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Anatomy of a Screen – Jeremy Rotsztain’s House of Shadow Silence

House of Shadow Silence is a new VR work created by Portland-based software artist Jeremy Rotsztain. Riffing on the conventions of the architectural flythrough the project is an elaborate hommage to Frederick Kiesler’s 1929 movie theater the Film Guild Cinema. The Film Guild Cinema’s restrained design ignored the flourishes opulent American movie houses from the ‘roaring twenties’ were known for – Kiesler’s interior was about controlled sight lines and ingenious apparatuses (notably a screen that expanded or contracted under a cat-eye like shutter) that foregrounded viewing. It went further than that though, he speculated the cinematic potential of architecture; he envisioned 360-degree surround projections, anticipating immersive media (and even projection mapping) by more than half a century. Most of the Austrian architect’s wild ideas were never realized due to budget cutbacks – this is where Rotsztain steps in.

“I first discovered Kiesler’s Film Guild Cinema when I came across this iconic picture of the movie house in Anne Friedberg’s amazing book on the history of screens The Virtual Window,” Rotsztain writes over email, pinpointing the inspiration for House of Shadow Silence. “At first, there was as aesthetic connection – love at first sight? – but after reading Kiesler’s goal for the project (“the spectator must be able to lose themselves in an imaginary endless space”) and discovering his life-long passion for endless experiences, I felt like our ideals were aligned.”

↑ Exploded view: House of Shadow Silence recreates Kiesler’s unrealized vision of the Film Guild Cinema and then thoroughly deconstructs it

The experience begins with the viewer seated in the middle of the Film Guild Cinema. Didactic intertitles explaining the theatre’s history appear onscreen and – it is VR isn’t it? – the viewer floats into the air above their seat. The space is suddenly filled with pulsating geometric forms, both onscreen and on the side walls; true to the periods’ ascendant Modernist aesthetic, the projections are quasi-cubist and riff on Hans Richter’s experimental animations from era. “The openFrameworks app features two-recurring visual treatments programmed in OpenGL, says Rotsztain of his CG projection pipeline. “The first is a method of texturing called projective texturing, which textures a geometry without using 2D/XY coordinates … instead, it simulates a projector casting an image on the geometry. The way that the projected image falls on the geometry depends on the position, direction, field of view, size and aspect ratio of the virtual projector. The second ‘projects’ the geometry found in Richter’s films Rhythmus 21 and Rhythmus 23 into 3D space, creating dynamic geometry that appears to extrude from the cinema’s walls.”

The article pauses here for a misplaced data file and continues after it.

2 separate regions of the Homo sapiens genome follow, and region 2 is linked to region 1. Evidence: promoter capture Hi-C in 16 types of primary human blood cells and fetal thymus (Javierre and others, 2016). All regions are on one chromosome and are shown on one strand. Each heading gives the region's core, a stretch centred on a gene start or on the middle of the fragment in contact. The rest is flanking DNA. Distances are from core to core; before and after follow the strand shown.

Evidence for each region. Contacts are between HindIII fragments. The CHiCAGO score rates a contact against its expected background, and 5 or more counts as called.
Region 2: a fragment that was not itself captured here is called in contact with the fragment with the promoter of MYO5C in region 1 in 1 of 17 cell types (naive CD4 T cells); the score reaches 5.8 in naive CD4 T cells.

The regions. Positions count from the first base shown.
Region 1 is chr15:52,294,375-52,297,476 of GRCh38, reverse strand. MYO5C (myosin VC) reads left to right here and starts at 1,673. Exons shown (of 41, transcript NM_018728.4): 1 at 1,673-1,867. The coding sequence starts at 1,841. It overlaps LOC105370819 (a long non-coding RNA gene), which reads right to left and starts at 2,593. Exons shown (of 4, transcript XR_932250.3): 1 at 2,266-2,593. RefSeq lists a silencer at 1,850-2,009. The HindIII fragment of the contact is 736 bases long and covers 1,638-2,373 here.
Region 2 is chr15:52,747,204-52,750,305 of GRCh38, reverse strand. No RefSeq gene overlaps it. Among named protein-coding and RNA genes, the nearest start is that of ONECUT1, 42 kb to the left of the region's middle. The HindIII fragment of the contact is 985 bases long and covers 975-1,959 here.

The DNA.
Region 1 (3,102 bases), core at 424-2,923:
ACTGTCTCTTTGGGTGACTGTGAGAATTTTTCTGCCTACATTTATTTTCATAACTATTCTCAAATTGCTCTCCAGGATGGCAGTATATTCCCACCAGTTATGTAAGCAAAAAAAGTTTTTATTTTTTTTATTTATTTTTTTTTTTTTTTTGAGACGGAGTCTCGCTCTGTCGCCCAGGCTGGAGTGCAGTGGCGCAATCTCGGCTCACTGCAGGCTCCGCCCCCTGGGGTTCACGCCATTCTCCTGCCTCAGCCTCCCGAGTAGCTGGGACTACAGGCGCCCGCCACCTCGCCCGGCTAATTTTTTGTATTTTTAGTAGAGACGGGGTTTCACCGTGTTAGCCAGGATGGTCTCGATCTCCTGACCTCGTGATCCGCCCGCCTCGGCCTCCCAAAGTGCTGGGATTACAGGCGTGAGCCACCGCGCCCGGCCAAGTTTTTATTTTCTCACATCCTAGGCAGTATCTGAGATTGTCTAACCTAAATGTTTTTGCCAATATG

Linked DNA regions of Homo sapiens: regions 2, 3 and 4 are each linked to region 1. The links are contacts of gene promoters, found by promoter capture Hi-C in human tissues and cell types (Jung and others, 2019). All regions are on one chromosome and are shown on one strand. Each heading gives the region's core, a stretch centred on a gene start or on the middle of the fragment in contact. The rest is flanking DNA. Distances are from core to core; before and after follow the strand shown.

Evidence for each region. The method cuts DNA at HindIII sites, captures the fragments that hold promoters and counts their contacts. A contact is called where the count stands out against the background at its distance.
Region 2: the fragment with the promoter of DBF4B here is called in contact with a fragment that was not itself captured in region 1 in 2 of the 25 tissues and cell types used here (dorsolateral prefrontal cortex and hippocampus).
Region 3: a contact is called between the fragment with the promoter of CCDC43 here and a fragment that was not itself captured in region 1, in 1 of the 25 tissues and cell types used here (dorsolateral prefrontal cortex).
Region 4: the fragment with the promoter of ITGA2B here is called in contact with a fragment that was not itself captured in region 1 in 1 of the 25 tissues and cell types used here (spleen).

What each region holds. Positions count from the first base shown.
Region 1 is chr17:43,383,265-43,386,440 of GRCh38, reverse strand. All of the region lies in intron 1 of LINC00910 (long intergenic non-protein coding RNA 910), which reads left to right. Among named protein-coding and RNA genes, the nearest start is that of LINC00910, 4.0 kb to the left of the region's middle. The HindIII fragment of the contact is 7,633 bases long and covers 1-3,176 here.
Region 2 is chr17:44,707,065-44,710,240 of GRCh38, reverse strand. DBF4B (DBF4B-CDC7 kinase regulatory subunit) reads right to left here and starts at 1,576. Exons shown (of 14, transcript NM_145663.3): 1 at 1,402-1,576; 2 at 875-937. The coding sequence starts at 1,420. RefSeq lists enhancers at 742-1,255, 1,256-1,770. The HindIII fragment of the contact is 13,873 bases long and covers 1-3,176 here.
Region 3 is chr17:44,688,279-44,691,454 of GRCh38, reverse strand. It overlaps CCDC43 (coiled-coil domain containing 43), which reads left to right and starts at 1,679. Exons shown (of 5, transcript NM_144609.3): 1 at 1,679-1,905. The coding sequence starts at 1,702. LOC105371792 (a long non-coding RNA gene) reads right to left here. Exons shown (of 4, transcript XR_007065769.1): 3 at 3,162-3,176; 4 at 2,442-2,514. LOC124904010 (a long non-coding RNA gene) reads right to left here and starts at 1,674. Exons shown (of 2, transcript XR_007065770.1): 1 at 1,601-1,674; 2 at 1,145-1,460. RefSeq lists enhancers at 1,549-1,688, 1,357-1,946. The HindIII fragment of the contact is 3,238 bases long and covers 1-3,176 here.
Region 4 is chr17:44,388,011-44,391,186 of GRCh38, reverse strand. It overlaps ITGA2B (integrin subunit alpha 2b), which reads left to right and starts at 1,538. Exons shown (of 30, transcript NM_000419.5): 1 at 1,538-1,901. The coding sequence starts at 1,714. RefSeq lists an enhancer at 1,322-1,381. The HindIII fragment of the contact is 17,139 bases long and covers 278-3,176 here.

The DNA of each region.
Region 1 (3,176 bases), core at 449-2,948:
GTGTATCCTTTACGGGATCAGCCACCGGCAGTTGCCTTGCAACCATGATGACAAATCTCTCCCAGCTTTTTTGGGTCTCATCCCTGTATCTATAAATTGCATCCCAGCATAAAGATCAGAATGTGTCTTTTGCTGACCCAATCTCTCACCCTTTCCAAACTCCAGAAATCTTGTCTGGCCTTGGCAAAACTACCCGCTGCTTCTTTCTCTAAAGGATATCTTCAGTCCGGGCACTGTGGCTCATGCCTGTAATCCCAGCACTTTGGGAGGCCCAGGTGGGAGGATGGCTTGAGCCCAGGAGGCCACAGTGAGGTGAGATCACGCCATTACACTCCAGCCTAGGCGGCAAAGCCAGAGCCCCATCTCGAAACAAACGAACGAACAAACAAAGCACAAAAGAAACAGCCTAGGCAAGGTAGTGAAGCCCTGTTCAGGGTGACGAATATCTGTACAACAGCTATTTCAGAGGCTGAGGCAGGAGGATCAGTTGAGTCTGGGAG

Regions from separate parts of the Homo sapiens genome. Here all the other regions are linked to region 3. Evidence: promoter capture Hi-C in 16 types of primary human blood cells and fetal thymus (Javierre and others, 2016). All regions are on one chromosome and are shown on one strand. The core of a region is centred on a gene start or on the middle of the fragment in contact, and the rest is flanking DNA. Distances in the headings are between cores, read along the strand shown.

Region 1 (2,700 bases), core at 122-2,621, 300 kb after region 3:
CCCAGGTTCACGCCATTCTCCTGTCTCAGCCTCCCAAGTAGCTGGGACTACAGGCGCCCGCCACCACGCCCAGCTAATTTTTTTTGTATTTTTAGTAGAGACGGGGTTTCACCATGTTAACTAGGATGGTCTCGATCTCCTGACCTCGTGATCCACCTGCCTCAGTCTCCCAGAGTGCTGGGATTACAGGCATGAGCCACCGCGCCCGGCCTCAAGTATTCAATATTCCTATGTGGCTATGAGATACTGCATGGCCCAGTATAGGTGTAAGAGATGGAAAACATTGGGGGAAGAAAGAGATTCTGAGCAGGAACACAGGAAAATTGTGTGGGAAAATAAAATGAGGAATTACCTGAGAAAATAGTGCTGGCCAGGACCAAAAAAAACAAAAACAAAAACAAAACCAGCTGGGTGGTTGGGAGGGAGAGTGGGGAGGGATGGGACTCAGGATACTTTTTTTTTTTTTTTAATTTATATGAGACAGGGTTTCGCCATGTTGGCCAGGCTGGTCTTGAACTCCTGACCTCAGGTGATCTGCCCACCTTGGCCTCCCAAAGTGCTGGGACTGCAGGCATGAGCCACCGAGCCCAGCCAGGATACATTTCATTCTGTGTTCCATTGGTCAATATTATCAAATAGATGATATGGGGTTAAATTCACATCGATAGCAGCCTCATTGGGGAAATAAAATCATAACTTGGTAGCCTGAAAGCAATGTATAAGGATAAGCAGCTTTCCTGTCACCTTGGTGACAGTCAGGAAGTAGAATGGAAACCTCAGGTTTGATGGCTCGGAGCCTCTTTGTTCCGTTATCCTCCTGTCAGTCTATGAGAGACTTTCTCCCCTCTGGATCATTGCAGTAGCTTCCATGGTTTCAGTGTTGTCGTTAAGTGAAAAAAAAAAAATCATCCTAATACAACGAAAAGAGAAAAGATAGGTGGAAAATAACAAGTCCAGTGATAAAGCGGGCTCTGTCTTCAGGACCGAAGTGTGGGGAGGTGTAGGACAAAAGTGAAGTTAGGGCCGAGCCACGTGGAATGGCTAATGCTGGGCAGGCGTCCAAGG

↑ Anatomy of a scene: Rotsztain’s VR revival of the Film Guild Cinema drew on archival documentation, sketchbook studies, and diligent 3D modelling

While Rotsztain served as film programmer in his virtual cinema he was a metaphysical tour guide, first and foremost. After floating up into the air at the beginning of the experience the viewer is drawn into the screen, as they breach that threshold they enter an abstract realm of light and geometry. After clearing this zone and its long rays of light (which ever-so-slightly evoke Douglas Trumbull’s slit-scan sequence from 2001: A Space Odyssey), the viewer passes through the theatre repeatedly, the laws of physics bending a little more with each fly-through.

House of Shadow Silence launched in August and for its premiere Rotsztain rented the Academy Theater in Portland (a vintage theatre in its own right). “Visitors entered in groups of six and took a trip back to the Film Guild together. One viewer called it ‘an out of theater experience,’ which was pretty spot-on.”

The openFrameworks-based app powering the Oculus Rift experience makes use of the OculusRiftCV1 that Rotsztain released as part of his duties at Second Story last year, and Elliot Woods’ ofxRay for gaze tracking of the geometric forms. Its Max/MSP sound engine makes extensive use of Oculus Rift’s spatialization VST plug-in to position the various sounds in space. “It was super simple to give each sound a location relative to the path that the viewer takes through the experience. We also used Nathan Wolek’s LowkeyNW package to perform granular synthesis on the samples during viewer interactions with the geometry,” says Rotsztain. For the (spot-on!) score, collaborator Chris Carlson (of Borderlands fame) sampled and remixed 1920s silent film compositions using Ableton and Max for Live. “Our custom Max patch became a responsive score, triggering and mixing these sounds in real time based on scene changes and user events. We used OSC to send data between the applications–typically in sync with events that were taking place in the animation.”

With House of Shadow Silence Rotsztain has done something commendable. Beyond making a smart and exciting VR experience (projects with both those qualities are unfortunately quite rare) he’s used an emerging medium to say something new about an old one; the project is a weird re-figuring of what viewing cinema is or could be – and whatever that was, it no longer is when it’s reconstituted in VR. Between the anti-gravity aesthetics, resurrected ‘zombie’ architecture, and disembodied fly-through, the work is singular. Would it be flip to say ‘hold on to your seat’ to describe it? Because if taking flight and floating into a post-spatial void is not the right moment to trot out that trite phrase, one will never arrive.

Project Page | Jeremy Rotsztain